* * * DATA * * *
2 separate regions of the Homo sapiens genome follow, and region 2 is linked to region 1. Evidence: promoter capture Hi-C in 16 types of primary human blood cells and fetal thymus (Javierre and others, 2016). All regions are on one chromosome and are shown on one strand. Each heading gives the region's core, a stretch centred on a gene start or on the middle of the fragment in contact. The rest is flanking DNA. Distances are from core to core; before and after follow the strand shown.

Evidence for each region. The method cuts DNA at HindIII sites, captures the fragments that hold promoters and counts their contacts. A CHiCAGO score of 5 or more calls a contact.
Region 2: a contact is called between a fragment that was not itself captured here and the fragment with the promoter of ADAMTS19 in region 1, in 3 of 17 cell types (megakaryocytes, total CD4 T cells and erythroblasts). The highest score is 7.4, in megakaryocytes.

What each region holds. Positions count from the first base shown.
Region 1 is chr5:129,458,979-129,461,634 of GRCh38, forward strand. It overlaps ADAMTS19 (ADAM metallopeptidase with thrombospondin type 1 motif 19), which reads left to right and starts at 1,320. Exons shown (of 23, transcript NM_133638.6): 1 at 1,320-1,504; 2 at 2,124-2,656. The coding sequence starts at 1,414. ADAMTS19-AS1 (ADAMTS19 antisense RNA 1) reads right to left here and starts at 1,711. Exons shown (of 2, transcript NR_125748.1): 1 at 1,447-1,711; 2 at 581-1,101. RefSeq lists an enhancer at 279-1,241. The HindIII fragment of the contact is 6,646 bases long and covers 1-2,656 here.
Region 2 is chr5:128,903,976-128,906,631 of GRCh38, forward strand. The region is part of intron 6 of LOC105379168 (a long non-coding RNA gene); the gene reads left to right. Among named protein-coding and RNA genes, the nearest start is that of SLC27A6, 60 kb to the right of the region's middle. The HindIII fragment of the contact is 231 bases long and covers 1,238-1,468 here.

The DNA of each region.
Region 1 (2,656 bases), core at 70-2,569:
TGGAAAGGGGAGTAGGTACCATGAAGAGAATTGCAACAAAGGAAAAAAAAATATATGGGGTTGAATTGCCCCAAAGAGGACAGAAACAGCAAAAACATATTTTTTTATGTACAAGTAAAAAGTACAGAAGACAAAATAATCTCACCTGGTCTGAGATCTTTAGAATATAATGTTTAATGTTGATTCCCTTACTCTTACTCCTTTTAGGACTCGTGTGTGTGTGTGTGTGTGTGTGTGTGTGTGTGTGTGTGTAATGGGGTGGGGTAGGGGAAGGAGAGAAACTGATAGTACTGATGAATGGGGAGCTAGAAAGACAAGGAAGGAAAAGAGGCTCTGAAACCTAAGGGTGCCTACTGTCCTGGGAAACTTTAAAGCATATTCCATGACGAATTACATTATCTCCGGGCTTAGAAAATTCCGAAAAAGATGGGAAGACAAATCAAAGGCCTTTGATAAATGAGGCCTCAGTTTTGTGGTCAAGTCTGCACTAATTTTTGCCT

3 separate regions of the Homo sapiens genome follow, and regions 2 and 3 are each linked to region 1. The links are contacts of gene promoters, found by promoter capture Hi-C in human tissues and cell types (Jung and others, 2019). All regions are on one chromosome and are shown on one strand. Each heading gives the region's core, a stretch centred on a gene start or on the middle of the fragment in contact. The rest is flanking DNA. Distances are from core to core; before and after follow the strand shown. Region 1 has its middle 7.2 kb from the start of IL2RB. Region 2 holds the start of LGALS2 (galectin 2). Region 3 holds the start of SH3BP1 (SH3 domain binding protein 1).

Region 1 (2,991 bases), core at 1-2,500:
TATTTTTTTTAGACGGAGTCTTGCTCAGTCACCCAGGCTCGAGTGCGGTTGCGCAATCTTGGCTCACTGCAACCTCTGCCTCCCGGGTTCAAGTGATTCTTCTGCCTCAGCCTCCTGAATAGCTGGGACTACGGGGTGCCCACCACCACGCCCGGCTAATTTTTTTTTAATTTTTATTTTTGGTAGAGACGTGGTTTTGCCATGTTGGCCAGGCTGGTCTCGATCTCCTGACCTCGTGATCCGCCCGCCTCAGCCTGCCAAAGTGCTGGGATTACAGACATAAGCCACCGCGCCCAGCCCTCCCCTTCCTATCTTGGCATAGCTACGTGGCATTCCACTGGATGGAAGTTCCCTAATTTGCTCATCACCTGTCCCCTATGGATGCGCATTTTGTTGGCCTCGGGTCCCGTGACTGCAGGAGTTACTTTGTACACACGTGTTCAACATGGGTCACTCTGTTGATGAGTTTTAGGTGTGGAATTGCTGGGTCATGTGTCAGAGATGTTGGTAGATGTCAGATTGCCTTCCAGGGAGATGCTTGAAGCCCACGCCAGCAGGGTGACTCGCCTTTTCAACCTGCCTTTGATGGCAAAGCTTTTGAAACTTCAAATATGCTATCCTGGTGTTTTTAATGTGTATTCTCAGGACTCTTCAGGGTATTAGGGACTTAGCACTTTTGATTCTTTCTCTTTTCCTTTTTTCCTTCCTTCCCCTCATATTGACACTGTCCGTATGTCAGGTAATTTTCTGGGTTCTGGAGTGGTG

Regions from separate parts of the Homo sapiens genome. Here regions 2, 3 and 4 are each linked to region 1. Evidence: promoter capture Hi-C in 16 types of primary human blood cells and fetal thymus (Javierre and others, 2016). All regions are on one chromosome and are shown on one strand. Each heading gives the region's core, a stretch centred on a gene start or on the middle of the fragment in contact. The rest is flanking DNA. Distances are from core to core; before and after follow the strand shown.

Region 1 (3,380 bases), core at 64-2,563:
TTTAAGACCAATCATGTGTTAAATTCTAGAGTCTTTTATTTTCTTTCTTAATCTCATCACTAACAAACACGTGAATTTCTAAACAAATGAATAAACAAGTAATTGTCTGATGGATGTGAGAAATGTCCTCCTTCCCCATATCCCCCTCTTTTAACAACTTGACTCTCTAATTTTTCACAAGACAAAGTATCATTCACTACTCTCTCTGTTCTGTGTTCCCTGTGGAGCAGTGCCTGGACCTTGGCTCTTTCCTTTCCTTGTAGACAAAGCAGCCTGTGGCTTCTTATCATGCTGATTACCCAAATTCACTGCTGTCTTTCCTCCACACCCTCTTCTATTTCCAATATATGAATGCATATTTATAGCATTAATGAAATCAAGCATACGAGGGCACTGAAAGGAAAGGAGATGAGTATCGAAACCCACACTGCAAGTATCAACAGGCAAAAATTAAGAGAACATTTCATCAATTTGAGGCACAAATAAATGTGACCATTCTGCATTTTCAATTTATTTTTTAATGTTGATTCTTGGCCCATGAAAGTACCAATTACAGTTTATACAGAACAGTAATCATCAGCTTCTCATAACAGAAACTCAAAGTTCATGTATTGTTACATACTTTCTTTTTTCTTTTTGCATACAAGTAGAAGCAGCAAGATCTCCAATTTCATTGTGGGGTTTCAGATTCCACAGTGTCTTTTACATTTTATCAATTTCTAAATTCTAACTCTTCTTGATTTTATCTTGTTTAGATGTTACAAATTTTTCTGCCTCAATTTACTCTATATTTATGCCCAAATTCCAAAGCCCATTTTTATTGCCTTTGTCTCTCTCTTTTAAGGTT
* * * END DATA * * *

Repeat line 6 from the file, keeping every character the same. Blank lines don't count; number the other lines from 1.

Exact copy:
Region 2 is chr5:128,903,976-128,906,631 of GRCh38, forward strand. The region is part of intron 6 of LOC105379168 (a long non-coding RNA gene); the gene reads left to right. Among named protein-coding and RNA genes, the nearest start is that of SLC27A6, 60 kb to the right of the region's middle. The HindIII fragment of the contact is 231 bases long and covers 1,238-1,468 here.